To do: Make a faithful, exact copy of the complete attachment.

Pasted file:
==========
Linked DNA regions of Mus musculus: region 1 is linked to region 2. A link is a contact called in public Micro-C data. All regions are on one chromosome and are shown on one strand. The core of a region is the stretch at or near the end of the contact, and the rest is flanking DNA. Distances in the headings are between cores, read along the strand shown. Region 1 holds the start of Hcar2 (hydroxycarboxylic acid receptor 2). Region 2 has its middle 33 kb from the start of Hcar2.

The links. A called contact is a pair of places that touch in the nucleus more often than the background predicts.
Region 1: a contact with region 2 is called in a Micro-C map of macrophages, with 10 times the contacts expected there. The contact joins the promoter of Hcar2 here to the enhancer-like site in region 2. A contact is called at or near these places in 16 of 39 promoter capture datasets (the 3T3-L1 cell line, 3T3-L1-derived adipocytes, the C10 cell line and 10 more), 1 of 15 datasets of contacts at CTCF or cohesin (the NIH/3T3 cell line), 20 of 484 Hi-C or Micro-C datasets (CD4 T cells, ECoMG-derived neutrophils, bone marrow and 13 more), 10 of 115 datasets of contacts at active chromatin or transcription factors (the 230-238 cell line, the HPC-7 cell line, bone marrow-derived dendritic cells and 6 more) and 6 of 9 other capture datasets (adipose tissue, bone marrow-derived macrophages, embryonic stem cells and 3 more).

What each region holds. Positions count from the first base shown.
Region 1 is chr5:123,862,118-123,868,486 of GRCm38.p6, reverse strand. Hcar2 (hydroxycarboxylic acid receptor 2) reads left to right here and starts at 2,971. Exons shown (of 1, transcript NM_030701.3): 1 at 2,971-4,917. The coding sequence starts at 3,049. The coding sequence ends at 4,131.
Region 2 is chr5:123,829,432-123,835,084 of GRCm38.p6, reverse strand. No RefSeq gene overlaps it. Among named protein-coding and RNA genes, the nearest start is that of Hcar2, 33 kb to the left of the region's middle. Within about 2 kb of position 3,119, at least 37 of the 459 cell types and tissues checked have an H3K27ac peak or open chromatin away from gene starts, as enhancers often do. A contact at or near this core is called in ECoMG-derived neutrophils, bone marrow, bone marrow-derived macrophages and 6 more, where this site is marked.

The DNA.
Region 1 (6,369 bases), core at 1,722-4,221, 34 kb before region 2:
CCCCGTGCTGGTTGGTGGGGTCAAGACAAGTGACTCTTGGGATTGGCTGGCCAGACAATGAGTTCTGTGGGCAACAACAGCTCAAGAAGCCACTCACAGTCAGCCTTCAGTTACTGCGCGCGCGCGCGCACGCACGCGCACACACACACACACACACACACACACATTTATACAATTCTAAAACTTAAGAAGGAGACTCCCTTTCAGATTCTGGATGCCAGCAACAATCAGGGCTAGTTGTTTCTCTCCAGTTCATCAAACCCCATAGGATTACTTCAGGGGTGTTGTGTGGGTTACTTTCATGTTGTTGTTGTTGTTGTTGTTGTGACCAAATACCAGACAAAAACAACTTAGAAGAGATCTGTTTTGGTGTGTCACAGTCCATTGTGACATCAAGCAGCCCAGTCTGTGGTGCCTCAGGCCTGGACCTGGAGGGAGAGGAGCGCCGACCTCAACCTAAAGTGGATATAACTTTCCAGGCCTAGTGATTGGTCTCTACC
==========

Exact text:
Linked DNA regions of Mus musculus: region 1 is linked to region 2. A link is a contact called in public Micro-C data. All regions are on one chromosome and are shown on one strand. The core of a region is the stretch at or near the end of the contact, and the rest is flanking DNA. Distances in the headings are between cores, read along the strand shown. Region 1 holds the start of Hcar2 (hydroxycarboxylic acid receptor 2). Region 2 has its middle 33 kb from the start of Hcar2.

The links. A called contact is a pair of places that touch in the nucleus more often than the background predicts.
Region 1: a contact with region 2 is called in a Micro-C map of macrophages, with 10 times the contacts expected there. The contact joins the promoter of Hcar2 here to the enhancer-like site in region 2. A contact is called at or near these places in 16 of 39 promoter capture datasets (the 3T3-L1 cell line, 3T3-L1-derived adipocytes, the C10 cell line and 10 more), 1 of 15 datasets of contacts at CTCF or cohesin (the NIH/3T3 cell line), 20 of 484 Hi-C or Micro-C datasets (CD4 T cells, ECoMG-derived neutrophils, bone marrow and 13 more), 10 of 115 datasets of contacts at active chromatin or transcription factors (the 230-238 cell line, the HPC-7 cell line, bone marrow-derived dendritic cells and 6 more) and 6 of 9 other capture datasets (adipose tissue, bone marrow-derived macrophages, embryonic stem cells and 3 more).

What each region holds. Positions count from the first base shown.
Region 1 is chr5:123,862,118-123,868,486 of GRCm38.p6, reverse strand. Hcar2 (hydroxycarboxylic acid receptor 2) reads left to right here and starts at 2,971. Exons shown (of 1, transcript NM_030701.3): 1 at 2,971-4,917. The coding sequence starts at 3,049. The coding sequence ends at 4,131.
Region 2 is chr5:123,829,432-123,835,084 of GRCm38.p6, reverse strand. No RefSeq gene overlaps it. Among named protein-coding and RNA genes, the nearest start is that of Hcar2, 33 kb to the left of the region's middle. Within about 2 kb of position 3,119, at least 37 of the 459 cell types and tissues checked have an H3K27ac peak or open chromatin away from gene starts, as enhancers often do. A contact at or near this core is called in ECoMG-derived neutrophils, bone marrow, bone marrow-derived macrophages and 6 more, where this site is marked.

The DNA.
Region 1 (6,369 bases), core at 1,722-4,221, 34 kb before region 2:
CCCCGTGCTGGTTGGTGGGGTCAAGACAAGTGACTCTTGGGATTGGCTGGCCAGACAATGAGTTCTGTGGGCAACAACAGCTCAAGAAGCCACTCACAGTCAGCCTTCAGTTACTGCGCGCGCGCGCGCACGCACGCGCACACACACACACACACACACACACACATTTATACAATTCTAAAACTTAAGAAGGAGACTCCCTTTCAGATTCTGGATGCCAGCAACAATCAGGGCTAGTTGTTTCTCTCCAGTTCATCAAACCCCATAGGATTACTTCAGGGGTGTTGTGTGGGTTACTTTCATGTTGTTGTTGTTGTTGTTGTTGTGACCAAATACCAGACAAAAACAACTTAGAAGAGATCTGTTTTGGTGTGTCACAGTCCATTGTGACATCAAGCAGCCCAGTCTGTGGTGCCTCAGGCCTGGACCTGGAGGGAGAGGAGCGCCGACCTCAACCTAAAGTGGATATAACTTTCCAGGCCTAGTGATTGGTCTCTACC